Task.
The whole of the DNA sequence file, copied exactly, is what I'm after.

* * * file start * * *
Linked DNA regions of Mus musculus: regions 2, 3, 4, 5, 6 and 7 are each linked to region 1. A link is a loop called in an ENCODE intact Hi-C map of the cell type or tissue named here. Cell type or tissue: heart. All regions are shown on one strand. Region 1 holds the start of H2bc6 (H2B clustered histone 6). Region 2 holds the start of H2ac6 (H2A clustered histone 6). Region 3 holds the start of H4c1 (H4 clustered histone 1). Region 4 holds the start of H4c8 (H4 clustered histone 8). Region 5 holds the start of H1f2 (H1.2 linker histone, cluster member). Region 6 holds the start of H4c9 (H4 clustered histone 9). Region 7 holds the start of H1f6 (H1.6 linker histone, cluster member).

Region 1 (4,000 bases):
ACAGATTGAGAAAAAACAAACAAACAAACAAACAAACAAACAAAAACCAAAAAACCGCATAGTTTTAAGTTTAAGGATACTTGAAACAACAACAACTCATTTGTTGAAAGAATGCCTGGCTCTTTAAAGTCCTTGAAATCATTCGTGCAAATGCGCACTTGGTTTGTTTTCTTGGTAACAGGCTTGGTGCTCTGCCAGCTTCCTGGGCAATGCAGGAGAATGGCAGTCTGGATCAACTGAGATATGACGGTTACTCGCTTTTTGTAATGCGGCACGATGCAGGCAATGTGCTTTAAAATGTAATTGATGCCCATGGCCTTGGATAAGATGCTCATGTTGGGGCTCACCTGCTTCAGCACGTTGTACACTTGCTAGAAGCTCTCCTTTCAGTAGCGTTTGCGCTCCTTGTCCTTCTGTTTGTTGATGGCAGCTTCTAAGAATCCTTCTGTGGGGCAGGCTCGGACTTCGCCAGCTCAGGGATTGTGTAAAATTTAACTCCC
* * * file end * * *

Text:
Linked DNA regions of Mus musculus: regions 2, 3, 4, 5, 6 and 7 are each linked to region 1. A link is a loop called in an ENCODE intact Hi-C map of the cell type or tissue named here. Cell type or tissue: heart. All regions are shown on one strand. Region 1 holds the start of H2bc6 (H2B clustered histone 6). Region 2 holds the start of H2ac6 (H2A clustered histone 6). Region 3 holds the start of H4c1 (H4 clustered histone 1). Region 4 holds the start of H4c8 (H4 clustered histone 8). Region 5 holds the start of H1f2 (H1.2 linker histone, cluster member). Region 6 holds the start of H4c9 (H4 clustered histone 9). Region 7 holds the start of H1f6 (H1.6 linker histone, cluster member).

Region 1 (4,000 bases):
ACAGATTGAGAAAAAACAAACAAACAAACAAACAAACAAACAAAAACCAAAAAACCGCATAGTTTTAAGTTTAAGGATACTTGAAACAACAACAACTCATTTGTTGAAAGAATGCCTGGCTCTTTAAAGTCCTTGAAATCATTCGTGCAAATGCGCACTTGGTTTGTTTTCTTGGTAACAGGCTTGGTGCTCTGCCAGCTTCCTGGGCAATGCAGGAGAATGGCAGTCTGGATCAACTGAGATATGACGGTTACTCGCTTTTTGTAATGCGGCACGATGCAGGCAATGTGCTTTAAAATGTAATTGATGCCCATGGCCTTGGATAAGATGCTCATGTTGGGGCTCACCTGCTTCAGCACGTTGTACACTTGCTAGAAGCTCTCCTTTCAGTAGCGTTTGCGCTCCTTGTCCTTCTGTTTGTTGATGGCAGCTTCTAAGAATCCTTCTGTGGGGCAGGCTCGGACTTCGCCAGCTCAGGGATTGTGTAAAATTTAACTCCC